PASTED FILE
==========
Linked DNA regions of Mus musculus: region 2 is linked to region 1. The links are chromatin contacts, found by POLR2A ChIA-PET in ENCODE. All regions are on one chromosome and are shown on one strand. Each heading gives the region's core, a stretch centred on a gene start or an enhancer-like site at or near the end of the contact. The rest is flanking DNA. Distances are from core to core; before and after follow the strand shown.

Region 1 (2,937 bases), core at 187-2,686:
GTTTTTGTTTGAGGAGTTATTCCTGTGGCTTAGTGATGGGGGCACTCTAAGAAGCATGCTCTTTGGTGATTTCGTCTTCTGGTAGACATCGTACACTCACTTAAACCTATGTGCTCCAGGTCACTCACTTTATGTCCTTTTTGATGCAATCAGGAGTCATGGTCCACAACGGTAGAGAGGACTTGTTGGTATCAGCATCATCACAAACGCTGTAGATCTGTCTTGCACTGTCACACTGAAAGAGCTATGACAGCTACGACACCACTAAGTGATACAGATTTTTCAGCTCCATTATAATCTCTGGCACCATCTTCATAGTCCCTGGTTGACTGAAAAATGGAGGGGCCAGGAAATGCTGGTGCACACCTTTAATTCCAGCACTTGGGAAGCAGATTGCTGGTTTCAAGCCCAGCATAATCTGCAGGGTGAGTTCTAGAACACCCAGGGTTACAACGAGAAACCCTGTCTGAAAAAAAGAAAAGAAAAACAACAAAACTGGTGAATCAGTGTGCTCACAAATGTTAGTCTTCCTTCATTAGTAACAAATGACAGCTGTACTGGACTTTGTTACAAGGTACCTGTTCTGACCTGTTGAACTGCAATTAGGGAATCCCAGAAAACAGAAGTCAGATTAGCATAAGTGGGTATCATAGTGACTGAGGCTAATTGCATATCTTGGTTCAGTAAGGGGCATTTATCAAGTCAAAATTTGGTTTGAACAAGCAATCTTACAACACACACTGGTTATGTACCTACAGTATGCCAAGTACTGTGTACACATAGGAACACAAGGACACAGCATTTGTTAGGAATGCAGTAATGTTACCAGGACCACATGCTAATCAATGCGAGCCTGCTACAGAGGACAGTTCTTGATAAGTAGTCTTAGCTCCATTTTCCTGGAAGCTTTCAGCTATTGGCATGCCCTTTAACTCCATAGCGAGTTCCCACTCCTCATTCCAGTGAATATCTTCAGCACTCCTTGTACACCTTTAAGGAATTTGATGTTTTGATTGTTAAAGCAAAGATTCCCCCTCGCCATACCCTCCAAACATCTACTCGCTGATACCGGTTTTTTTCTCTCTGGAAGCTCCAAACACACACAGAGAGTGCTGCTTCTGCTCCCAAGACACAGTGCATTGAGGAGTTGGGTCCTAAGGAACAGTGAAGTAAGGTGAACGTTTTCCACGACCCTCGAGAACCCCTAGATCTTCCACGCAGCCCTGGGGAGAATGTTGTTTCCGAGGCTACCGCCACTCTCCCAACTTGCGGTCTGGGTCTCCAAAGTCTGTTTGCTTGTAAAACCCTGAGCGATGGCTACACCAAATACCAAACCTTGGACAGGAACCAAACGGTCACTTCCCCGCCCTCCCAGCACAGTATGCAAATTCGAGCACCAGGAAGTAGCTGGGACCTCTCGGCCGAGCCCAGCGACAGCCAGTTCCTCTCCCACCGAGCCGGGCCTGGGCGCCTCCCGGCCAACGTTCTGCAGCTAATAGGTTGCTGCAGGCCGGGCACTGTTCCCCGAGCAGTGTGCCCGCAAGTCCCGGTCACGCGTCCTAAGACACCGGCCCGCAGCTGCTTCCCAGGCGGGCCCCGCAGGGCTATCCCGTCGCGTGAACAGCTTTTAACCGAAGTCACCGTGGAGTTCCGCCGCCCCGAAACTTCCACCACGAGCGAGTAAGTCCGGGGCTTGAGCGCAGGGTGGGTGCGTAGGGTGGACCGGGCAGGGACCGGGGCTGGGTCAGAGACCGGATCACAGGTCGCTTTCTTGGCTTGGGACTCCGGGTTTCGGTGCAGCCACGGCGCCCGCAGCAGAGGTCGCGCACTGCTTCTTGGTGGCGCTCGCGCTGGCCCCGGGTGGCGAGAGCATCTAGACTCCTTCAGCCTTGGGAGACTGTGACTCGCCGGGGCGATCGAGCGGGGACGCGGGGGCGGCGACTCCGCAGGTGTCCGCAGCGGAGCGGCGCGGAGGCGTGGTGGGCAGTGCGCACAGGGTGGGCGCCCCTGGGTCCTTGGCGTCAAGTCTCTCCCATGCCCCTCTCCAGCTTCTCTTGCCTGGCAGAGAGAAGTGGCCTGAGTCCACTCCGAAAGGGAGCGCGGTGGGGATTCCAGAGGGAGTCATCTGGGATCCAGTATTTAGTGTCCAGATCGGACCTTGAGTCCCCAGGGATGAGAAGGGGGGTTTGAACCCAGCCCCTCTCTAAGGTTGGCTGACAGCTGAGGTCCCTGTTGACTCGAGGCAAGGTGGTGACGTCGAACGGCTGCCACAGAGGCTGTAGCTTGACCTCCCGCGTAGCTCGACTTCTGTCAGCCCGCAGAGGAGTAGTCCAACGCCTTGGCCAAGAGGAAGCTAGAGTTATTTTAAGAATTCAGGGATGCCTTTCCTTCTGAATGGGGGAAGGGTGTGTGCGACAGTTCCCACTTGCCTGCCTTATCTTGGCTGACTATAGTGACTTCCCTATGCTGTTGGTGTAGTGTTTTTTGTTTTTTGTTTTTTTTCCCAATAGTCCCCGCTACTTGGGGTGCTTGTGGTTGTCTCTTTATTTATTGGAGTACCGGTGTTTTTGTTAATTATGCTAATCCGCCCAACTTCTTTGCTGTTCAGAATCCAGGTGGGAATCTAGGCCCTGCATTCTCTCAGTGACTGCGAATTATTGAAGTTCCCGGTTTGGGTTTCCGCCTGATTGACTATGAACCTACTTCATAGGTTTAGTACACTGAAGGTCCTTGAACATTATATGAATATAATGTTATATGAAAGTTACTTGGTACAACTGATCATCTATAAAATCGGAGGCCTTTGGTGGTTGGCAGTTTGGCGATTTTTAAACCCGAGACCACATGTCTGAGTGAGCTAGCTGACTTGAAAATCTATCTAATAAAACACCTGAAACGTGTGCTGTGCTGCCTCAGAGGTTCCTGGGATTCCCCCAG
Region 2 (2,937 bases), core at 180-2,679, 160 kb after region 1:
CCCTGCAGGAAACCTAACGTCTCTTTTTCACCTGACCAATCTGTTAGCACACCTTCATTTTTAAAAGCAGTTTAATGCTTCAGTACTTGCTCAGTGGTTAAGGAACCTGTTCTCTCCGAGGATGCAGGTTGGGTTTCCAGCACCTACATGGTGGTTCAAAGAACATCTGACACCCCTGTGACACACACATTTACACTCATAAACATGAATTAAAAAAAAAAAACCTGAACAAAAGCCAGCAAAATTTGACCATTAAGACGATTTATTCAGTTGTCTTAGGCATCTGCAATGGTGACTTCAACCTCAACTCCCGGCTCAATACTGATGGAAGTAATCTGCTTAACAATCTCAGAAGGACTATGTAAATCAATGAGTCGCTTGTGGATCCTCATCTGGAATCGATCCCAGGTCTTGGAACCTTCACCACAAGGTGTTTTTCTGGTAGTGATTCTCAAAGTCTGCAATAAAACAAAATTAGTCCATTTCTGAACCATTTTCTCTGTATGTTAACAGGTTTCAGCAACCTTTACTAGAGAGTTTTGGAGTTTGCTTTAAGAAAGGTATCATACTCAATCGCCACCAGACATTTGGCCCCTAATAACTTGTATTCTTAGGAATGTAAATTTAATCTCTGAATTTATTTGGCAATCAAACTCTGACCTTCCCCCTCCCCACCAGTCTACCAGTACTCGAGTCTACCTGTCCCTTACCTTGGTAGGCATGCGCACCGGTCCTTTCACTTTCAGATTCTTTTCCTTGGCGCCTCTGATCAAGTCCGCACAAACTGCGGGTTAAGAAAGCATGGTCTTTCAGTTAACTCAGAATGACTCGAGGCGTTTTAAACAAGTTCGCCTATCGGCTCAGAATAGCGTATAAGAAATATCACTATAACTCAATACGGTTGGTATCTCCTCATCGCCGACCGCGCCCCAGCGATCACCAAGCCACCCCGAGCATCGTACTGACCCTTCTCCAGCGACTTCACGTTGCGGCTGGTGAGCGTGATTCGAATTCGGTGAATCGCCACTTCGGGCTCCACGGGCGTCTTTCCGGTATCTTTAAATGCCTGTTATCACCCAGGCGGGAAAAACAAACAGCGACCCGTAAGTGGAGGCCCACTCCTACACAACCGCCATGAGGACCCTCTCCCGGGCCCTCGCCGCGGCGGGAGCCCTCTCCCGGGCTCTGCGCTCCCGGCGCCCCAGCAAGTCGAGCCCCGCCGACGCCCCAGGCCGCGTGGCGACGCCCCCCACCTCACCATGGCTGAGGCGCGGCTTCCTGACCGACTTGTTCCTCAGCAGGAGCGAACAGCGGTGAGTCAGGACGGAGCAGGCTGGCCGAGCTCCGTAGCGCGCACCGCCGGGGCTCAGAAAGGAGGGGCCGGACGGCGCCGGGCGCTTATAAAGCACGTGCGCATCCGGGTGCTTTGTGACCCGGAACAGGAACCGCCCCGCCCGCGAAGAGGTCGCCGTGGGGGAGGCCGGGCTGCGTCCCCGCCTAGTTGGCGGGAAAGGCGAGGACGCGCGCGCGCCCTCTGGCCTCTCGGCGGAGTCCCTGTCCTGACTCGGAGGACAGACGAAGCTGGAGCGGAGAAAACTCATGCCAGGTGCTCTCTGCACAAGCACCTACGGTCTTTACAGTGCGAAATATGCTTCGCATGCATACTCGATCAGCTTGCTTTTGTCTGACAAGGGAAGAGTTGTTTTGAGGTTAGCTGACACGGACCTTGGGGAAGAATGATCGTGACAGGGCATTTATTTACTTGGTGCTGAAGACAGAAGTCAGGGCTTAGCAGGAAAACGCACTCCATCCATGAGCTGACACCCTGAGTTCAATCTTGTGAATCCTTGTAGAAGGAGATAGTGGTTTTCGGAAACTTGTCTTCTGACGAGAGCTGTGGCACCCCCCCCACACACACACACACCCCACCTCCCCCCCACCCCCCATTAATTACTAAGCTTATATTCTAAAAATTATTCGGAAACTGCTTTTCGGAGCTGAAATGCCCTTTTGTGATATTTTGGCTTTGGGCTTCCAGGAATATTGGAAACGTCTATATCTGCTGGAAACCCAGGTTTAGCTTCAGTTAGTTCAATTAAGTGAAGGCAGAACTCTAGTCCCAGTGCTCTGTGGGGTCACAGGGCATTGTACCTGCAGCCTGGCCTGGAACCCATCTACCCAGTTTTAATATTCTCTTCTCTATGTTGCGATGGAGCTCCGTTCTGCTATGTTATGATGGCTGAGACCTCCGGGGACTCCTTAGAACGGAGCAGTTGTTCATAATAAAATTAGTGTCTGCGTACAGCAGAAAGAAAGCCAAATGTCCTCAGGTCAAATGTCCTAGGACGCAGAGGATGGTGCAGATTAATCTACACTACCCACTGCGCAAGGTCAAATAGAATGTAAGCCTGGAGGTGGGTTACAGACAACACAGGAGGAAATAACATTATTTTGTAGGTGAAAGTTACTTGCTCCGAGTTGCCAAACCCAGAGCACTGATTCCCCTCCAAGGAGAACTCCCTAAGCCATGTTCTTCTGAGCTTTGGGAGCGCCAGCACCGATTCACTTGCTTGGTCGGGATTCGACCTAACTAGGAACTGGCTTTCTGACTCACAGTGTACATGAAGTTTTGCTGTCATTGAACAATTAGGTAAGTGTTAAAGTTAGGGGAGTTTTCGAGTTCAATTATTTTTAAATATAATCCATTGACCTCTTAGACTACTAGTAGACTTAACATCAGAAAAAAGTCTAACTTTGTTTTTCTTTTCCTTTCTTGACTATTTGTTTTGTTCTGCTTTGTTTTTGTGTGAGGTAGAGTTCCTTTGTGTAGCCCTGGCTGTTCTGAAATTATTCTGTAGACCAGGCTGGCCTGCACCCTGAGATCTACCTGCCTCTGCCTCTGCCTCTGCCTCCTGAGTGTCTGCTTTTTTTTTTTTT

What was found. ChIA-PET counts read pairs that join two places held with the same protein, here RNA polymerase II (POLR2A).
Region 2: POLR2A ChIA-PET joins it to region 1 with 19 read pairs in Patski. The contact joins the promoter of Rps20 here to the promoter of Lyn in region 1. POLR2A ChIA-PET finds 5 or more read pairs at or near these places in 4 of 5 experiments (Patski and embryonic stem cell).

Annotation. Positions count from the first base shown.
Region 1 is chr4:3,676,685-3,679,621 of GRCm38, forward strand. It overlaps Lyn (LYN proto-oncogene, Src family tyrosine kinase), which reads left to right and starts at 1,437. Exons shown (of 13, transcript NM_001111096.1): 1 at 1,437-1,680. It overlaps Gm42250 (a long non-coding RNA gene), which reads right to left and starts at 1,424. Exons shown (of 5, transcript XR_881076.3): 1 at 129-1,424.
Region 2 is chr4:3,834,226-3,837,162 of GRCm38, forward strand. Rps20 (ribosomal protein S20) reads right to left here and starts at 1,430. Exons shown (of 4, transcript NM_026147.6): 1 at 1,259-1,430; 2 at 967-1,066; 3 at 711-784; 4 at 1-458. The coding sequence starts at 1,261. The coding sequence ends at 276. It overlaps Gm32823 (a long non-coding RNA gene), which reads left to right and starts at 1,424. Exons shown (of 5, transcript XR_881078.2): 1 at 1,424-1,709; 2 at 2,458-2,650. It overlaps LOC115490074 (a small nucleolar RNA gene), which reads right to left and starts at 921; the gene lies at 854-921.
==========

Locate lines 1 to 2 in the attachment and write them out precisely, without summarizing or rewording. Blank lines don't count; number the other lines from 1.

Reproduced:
Linked DNA regions of Mus musculus: region 2 is linked to region 1. The links are chromatin contacts, found by POLR2A ChIA-PET in ENCODE. All regions are on one chromosome and are shown on one strand. Each heading gives the region's core, a stretch centred on a gene start or an enhancer-like site at or near the end of the contact. The rest is flanking DNA. Distances are from core to core; before and after follow the strand shown.

Region 1 (2,937 bases), core at 187-2,686: